Dirty Experimental Guitar Song
The song at the top gave me a lot of headaches. The song was improvised as always and I recorded it live. But when I reviewed the audio material a day later (I just saved the project after I was done with the recording), I suddenly started to dislike the AmpliTube preset I had created for the song. And not just that, the guitar part had completely uneven loudness across the whole track and this happened the first time to me. It might be due to the fact that I didn’t have the compressors enabled during record but who knows. I had difficulties to fix it, I mean I never had it that difficult. I think a combination of a heavy limiter and a parametric EQ to kill the blatant peaks worked somehow, although, that changed also the tone but I didn’t like the preset I created anyway. Ironically, it was a clean guitar preset and I usually like them but this preset had too much treble when played with my Telecaster and it might be that I created the preset one day when I had the tone controls on the guitar dialed down (stupid, huh?). Yes, I think that might have been the problem why the preset was horrible.
But I must admit, I don’t want to say that the settings I used for the upload are now perfect. I just went full experimental mode and created a completely new preset for it. I usually don’t like overdrive emulation in amp sims or as plug-ins as it never really sounds real but that doesn’t mean that I don’t experiment with them. As I didn’t like the saved project anyway, what more could go wrong? I duplicated the guitar track multiple times to enable and disable them, setting up different new AmpliTube presets for them and to be able to decide later. I used the Fender SuperReverb amp in AmpliTube and when I combined an MXR Dynacomp with a T-Rex Mudhoney pedal, a tremolo pedal, a graphic EQ and a gain booster in AmpliTube, it sounded pretty fancy, at least after I fiddled with the knobs. I duplicated the guitar track with those settings and panned each of them individually hard to the left and right. The duplicated guitar track was then edited. I did, for example, disable the Mudhoney pedal and inserted a Fender ’63 Reverb pedal, a Seymour Duncan Shape Shifter, a BOSS SD-1, and the graphic EQ was set differently on that track as well.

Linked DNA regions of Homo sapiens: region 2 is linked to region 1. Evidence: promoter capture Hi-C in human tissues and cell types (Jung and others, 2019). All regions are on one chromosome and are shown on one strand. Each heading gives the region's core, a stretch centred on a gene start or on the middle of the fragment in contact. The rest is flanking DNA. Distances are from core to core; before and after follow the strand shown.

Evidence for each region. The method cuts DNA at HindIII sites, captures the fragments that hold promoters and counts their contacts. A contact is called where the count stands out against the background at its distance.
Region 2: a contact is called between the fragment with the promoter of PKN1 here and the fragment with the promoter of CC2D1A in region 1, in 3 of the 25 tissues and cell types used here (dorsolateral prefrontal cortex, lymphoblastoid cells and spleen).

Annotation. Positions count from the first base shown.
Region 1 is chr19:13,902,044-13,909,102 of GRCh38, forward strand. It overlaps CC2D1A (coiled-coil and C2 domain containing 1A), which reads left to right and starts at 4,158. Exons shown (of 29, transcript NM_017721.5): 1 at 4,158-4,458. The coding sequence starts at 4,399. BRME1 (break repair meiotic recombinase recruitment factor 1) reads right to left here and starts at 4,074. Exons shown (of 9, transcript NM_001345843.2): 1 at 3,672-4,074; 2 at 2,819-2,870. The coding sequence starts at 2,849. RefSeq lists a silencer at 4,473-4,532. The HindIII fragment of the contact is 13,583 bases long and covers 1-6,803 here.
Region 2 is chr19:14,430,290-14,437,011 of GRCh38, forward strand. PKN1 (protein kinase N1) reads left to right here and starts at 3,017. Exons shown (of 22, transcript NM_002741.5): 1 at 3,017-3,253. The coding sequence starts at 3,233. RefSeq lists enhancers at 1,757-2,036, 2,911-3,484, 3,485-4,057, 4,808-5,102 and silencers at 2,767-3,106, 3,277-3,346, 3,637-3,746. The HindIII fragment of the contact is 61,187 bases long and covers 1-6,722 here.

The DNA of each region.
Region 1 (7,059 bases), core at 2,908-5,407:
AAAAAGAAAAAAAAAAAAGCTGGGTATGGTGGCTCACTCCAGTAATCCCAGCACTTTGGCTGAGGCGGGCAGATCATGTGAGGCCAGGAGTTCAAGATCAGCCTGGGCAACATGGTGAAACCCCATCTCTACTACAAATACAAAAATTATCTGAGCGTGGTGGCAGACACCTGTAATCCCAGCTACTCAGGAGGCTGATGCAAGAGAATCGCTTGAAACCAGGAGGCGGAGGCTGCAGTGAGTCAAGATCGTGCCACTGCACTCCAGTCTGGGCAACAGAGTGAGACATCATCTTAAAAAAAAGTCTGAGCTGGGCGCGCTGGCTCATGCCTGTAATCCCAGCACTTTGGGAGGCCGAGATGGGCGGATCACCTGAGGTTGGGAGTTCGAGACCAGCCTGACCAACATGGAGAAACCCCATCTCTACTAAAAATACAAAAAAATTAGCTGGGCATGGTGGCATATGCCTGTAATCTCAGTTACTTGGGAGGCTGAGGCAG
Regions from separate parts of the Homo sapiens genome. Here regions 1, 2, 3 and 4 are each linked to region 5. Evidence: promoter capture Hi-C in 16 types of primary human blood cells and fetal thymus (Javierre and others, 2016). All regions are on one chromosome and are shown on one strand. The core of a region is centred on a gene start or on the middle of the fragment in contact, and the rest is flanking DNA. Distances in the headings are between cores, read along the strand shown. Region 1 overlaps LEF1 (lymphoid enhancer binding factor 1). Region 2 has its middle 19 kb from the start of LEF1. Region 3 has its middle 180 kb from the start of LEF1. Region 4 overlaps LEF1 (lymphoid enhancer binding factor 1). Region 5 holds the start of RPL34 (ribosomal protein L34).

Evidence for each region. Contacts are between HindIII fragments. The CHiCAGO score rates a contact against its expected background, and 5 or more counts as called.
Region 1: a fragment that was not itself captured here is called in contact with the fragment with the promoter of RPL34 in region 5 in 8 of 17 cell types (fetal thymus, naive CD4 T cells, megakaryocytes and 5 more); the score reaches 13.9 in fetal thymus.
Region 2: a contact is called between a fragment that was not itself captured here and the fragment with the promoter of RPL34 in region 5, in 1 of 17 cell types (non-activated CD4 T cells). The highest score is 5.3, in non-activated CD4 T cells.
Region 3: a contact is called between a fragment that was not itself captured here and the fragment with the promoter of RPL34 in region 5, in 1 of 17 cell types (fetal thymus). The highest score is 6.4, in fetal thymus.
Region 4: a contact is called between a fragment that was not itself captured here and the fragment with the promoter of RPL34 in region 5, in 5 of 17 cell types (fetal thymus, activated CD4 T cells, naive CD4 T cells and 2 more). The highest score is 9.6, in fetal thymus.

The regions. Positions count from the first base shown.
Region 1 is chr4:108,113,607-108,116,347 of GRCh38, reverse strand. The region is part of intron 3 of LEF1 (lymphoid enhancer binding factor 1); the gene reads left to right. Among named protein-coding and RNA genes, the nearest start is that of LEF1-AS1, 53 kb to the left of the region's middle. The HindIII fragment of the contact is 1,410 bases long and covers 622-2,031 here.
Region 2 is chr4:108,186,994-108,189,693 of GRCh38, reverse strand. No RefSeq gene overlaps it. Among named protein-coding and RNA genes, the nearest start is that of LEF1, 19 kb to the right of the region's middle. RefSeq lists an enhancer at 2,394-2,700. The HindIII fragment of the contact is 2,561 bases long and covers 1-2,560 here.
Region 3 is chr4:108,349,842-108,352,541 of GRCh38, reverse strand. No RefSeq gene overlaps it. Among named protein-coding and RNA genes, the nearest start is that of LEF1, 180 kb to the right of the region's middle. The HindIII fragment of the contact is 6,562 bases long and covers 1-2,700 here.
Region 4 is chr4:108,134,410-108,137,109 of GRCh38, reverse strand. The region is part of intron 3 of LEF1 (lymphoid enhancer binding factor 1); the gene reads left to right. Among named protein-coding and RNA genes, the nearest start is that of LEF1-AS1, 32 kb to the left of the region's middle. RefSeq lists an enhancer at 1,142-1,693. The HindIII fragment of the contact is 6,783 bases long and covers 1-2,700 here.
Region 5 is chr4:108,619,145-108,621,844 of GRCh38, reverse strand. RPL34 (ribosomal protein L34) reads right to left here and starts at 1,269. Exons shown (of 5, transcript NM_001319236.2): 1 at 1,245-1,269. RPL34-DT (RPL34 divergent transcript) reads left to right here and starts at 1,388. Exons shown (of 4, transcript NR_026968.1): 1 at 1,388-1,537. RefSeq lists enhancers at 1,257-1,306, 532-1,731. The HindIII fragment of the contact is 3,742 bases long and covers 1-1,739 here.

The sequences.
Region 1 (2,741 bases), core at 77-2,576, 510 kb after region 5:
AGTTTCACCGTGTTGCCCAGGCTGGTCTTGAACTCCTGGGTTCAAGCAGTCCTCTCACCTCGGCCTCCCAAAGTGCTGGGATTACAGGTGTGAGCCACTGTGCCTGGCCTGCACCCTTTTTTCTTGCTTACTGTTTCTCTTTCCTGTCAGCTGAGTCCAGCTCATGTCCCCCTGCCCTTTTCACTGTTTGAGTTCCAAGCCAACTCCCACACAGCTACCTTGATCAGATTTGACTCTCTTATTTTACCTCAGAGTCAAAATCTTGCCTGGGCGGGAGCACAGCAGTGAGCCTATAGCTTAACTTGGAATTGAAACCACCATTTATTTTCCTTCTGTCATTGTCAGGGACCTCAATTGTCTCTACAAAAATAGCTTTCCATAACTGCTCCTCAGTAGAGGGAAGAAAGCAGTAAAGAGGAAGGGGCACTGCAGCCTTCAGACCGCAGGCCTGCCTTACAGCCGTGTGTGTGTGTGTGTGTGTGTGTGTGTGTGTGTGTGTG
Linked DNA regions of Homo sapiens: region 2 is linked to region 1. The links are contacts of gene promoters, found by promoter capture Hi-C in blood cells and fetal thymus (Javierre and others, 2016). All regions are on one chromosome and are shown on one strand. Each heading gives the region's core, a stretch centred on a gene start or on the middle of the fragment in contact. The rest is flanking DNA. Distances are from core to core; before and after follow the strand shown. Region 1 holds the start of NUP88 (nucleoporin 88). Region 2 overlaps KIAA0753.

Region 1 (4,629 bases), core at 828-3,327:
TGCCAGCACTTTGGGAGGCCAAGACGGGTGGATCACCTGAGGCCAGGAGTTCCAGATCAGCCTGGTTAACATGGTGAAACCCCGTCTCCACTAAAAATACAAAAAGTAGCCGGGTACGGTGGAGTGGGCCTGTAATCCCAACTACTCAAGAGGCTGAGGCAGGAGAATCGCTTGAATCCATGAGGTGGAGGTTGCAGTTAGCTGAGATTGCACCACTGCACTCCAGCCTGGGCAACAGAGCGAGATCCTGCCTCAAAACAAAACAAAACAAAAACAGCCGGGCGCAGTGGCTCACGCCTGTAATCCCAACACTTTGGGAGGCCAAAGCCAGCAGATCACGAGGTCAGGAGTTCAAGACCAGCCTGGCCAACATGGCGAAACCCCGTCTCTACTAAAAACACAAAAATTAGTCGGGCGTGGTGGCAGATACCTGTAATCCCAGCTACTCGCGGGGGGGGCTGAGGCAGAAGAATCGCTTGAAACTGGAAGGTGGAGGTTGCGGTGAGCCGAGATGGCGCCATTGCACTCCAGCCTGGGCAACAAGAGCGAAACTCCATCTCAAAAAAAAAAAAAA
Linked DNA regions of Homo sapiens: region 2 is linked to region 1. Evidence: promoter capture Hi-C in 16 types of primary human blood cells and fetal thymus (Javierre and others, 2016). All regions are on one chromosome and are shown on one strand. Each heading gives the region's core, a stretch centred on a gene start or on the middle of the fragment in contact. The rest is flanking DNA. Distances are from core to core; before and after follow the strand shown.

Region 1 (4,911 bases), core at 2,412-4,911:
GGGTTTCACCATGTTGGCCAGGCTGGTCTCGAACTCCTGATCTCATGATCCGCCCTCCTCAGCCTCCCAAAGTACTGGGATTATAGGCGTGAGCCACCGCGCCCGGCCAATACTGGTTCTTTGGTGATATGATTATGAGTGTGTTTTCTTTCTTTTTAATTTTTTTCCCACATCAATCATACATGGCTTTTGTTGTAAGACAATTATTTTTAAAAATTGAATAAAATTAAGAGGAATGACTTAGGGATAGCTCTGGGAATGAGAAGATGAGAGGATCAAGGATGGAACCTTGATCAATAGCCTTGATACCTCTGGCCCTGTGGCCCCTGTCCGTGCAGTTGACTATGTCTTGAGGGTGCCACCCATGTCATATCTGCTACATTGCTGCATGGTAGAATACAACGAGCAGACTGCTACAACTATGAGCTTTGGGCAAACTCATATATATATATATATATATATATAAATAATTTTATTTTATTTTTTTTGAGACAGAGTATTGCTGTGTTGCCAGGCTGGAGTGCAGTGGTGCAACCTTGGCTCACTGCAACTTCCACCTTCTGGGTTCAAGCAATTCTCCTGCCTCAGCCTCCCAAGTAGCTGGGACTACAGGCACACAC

I somehow ended up with a fairly light overdrive preset that sounded interesting enough, especially with the tremolo effects. I now had two different guitar tracks on each ear, one panned -29 to the right and the other -29 to the left to blend them a bit with each other. I think the double-tracking and the fact that I modified the tracks to blend with each other well, made the guitar sound fuller and the overdrive a lot more dynamic than with just one track. Talking about EQ, I really went with the “muffled” type of sound, maybe because I was annoyed by listening to my previous preset that had too much high-frequencies lol. So, what I did now is very unusual, but it was an interesting experiment. I also experimented with different room settings as I used a convolution reverb plug-in that has different impulse responses recorded at real locations. I liked the room recorded in the Clubhouse Rhinebeck New York but adjusted all room parameters and lowered the room size setting as well. I can’t say that I am perfectly happy with the tone I created but it was far worse previously and I didn’t want to delete the guitar song I recorded. So, hey, I had fun nonetheless.
And I think that’s what it is about. Playing guitar is fun, and experimenting with our records can be too. We have no professional gear or a studio where we can record stuff. So, I try to achieve something with the stuff I have. In my case, it’s guitars and software. And it’s fun to save my own progress on YouTube and maybe also some ideas, like guitar riffs and so. What do you think about the guitar track I recorded?